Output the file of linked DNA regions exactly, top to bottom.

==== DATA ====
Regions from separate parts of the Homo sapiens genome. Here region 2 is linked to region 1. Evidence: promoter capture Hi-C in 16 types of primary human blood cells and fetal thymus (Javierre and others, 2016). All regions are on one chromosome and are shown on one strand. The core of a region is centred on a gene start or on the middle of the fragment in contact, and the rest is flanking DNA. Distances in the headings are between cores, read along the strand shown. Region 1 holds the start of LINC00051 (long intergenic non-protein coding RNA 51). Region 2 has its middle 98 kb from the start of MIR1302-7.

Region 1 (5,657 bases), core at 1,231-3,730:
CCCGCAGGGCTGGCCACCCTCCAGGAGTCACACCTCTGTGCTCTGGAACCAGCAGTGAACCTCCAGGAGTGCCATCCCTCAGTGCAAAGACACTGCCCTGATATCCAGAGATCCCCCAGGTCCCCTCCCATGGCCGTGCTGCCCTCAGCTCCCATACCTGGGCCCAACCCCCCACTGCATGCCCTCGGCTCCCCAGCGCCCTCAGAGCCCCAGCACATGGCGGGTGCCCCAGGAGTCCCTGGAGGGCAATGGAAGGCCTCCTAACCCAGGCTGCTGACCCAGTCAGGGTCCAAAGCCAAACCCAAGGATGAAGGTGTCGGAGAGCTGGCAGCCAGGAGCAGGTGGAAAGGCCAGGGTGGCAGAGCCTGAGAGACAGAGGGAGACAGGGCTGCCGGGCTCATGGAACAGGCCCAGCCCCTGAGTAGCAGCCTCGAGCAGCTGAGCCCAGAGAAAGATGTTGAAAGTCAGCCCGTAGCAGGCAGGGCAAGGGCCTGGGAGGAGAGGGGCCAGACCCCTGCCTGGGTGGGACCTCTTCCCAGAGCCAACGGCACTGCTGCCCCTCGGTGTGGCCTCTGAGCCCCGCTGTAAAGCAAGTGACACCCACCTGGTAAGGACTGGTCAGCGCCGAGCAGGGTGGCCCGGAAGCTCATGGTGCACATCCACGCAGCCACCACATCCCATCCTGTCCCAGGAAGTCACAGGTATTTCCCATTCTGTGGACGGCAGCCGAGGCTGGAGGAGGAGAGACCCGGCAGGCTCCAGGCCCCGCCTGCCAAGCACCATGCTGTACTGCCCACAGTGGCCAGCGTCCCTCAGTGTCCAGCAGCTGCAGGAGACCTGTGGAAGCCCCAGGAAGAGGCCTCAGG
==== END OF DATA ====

Regions from separate parts of the Homo sapiens genome. Here region 2 is linked to region 1. Evidence: promoter capture Hi-C in 16 types of primary human blood cells and fetal thymus (Javierre and others, 2016). All regions are on one chromosome and are shown on one strand. The core of a region is centred on a gene start or on the middle of the fragment in contact, and the rest is flanking DNA. Distances in the headings are between cores, read along the strand shown. Region 1 holds the start of LINC00051 (long intergenic non-protein coding RNA 51). Region 2 has its middle 98 kb from the start of MIR1302-7.

Region 1 (5,657 bases), core at 1,231-3,730:
CCCGCAGGGCTGGCCACCCTCCAGGAGTCACACCTCTGTGCTCTGGAACCAGCAGTGAACCTCCAGGAGTGCCATCCCTCAGTGCAAAGACACTGCCCTGATATCCAGAGATCCCCCAGGTCCCCTCCCATGGCCGTGCTGCCCTCAGCTCCCATACCTGGGCCCAACCCCCCACTGCATGCCCTCGGCTCCCCAGCGCCCTCAGAGCCCCAGCACATGGCGGGTGCCCCAGGAGTCCCTGGAGGGCAATGGAAGGCCTCCTAACCCAGGCTGCTGACCCAGTCAGGGTCCAAAGCCAAACCCAAGGATGAAGGTGTCGGAGAGCTGGCAGCCAGGAGCAGGTGGAAAGGCCAGGGTGGCAGAGCCTGAGAGACAGAGGGAGACAGGGCTGCCGGGCTCATGGAACAGGCCCAGCCCCTGAGTAGCAGCCTCGAGCAGCTGAGCCCAGAGAAAGATGTTGAAAGTCAGCCCGTAGCAGGCAGGGCAAGGGCCTGGGAGGAGAGGGGCCAGACCCCTGCCTGGGTGGGACCTCTTCCCAGAGCCAACGGCACTGCTGCCCCTCGGTGTGGCCTCTGAGCCCCGCTGTAAAGCAAGTGACACCCACCTGGTAAGGACTGGTCAGCGCCGAGCAGGGTGGCCCGGAAGCTCATGGTGCACATCCACGCAGCCACCACATCCCATCCTGTCCCAGGAAGTCACAGGTATTTCCCATTCTGTGGACGGCAGCCGAGGCTGGAGGAGGAGAGACCCGGCAGGCTCCAGGCCCCGCCTGCCAAGCACCATGCTGTACTGCCCACAGTGGCCAGCGTCCCTCAGTGTCCAGCAGCTGCAGGAGACCTGTGGAAGCCCCAGGAAGAGGCCTCAGG